Robert Reich describes the pitfalls of just-in-scheduling in this way:

These days it’s not unusual for someone on the way to work to receive a text message from her employer saying she’s not needed right then.

Although she’s already found someone to pick up her kid from school and arranged for childcare, the work is no longer available and she won’t be paid for it.

Just-in-time scheduling like this is the latest new thing, designed to make retail outlets, restaurants, hotels, and other customer-driven businesses more nimble and keep costs to a minimum.

Software can now predict up-to-the-minute staffing needs on the basis of information such as traffic patterns, weather, and sales merely hours or possibly minutes before.

This way, employers don’t need to pay anyone to be at work unless they’re really needed. Companies can avoid paying wages to workers who’d otherwise just sit around.

Employers assign workers tentative shifts, and then notify them a half-hour or 10 minutes before the shift is scheduled to begin whether they’re actually needed. Some even require workers to check in by phone, email, or text shortly before the shift starts.

Tuesday, May 5, 2015

Higher Education: Career in Admissions

Have you ever wondered what is it like to work in admissions? Whether you gained experience as an ambassador or campus tour guide, there are several things you need to know about a career in admissions. Prospective students talk to admissions counselors to learn more about a college or university's programs and admissions procedures. There are several advantages and disadvantages of working in admissions. (Note: This post is not about careers in financial aid, which has a different set of responsibilities.)

  • A bachelor's degree is the minimum requirement for an entry-level position. (Professional schools like public health and social work may require a master's degree in the field).
  • Can advance into higher administrative positions (director roles require a master's degree).
  • Positions are available in institutions of all sizes (from community colleges to universities) and types (professional schools, public colleges, private colleges, etc.)
  • May enjoy reduced work hours during non-peak recruitment season (summer months).
  • Opportunities for professional development are available (both on-campus and conferences).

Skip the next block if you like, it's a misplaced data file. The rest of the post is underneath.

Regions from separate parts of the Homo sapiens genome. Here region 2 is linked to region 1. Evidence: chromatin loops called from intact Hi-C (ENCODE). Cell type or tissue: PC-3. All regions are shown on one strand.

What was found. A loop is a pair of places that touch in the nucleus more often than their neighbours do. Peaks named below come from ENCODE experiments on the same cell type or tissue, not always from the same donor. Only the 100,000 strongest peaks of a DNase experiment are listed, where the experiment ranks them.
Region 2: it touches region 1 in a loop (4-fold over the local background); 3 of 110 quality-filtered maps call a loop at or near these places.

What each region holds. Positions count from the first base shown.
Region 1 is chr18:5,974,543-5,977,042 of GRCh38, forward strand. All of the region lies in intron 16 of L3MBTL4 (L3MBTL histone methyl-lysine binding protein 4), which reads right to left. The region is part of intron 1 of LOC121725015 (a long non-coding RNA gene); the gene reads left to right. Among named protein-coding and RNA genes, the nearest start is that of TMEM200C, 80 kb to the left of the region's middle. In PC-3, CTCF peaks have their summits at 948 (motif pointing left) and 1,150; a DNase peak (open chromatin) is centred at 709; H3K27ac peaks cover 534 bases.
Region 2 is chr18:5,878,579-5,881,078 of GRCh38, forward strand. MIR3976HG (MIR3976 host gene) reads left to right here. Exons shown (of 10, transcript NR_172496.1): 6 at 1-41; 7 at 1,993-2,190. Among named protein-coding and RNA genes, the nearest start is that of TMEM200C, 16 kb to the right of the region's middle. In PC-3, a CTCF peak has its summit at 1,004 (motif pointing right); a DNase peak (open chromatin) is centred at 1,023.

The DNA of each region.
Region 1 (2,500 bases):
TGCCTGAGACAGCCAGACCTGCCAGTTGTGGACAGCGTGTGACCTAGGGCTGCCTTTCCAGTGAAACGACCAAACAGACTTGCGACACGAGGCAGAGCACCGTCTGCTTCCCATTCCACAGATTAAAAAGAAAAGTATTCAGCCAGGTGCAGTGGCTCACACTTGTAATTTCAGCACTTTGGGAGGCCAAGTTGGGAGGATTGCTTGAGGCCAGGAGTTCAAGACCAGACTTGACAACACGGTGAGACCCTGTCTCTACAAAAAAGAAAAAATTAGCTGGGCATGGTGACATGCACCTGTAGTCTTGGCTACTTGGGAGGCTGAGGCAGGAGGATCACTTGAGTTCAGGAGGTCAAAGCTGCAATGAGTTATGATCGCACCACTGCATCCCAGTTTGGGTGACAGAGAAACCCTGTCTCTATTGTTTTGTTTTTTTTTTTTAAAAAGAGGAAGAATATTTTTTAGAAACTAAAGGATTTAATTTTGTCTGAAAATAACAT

• Some employers require previous experience in admissions.
  • Mobility (across schools) is a key factor, though not required, for advancement.
  • Low salaries lead to high turnover (The average admissions counselors stays in their position for three years.)
  • May require extensive travel (overnight, regional, and cross-country).
  • High volume of work requires multi-tasking and flexibility.
  • May require long hours of work during peak recruitment season (evenings and weekends).
  • Budgetary cutbacks may stagnate funds for hiring and retention of these positions.
  • Racial and ethnic minorities are underrepresented in key segments of admissions.
Are you an aspiring admissions counselor or coordinator?  Check out these links below to see if admissions is the right career path for you.

Hiring in Admissions (August 7, 2009) - Inside Higher Ed

Secret Lives of Admissions Officers (December 8, 2009) - The Daily Beast

Confessions of a College Admissions Officer (February 20, 2009) - BuzzFeed

Getting Into the Admission Office (April 8, 2013) -Inside Higher Ed

Career Paths for Admissions Officers, A Survey Report (July 2014) - National Association for College Admission Counseling (NACAC)

Saturday, May 2, 2015

Robert Reich: The Bankruptcy of Detroit and the Division of America

Robert Reich--economist, professor, and activist--published a grim blog post about what happens if Americans continue to segregate by income and place. When cities lack a mixture of incomes and become increasingly poor, city services and quality of living decline. Detroit is ground zero for that reality--when the city residents, mostly poor and elderly communities of color, must deal with inadequate services while wealthier white Americans have the luxury to ignore social problems.

Detroit is the largest city ever to seek bankruptcy protection, so its bankruptcy is seen as a potential model for other American cities now teetering on the edge.

But Detroit is really a model for how wealthier and whiter Americans escape the costs of public goods they’d otherwise share with poorer and darker Americans.


Related Content: A Foreclosure Conveyor Belt - The Continuing Depopulation of Detroit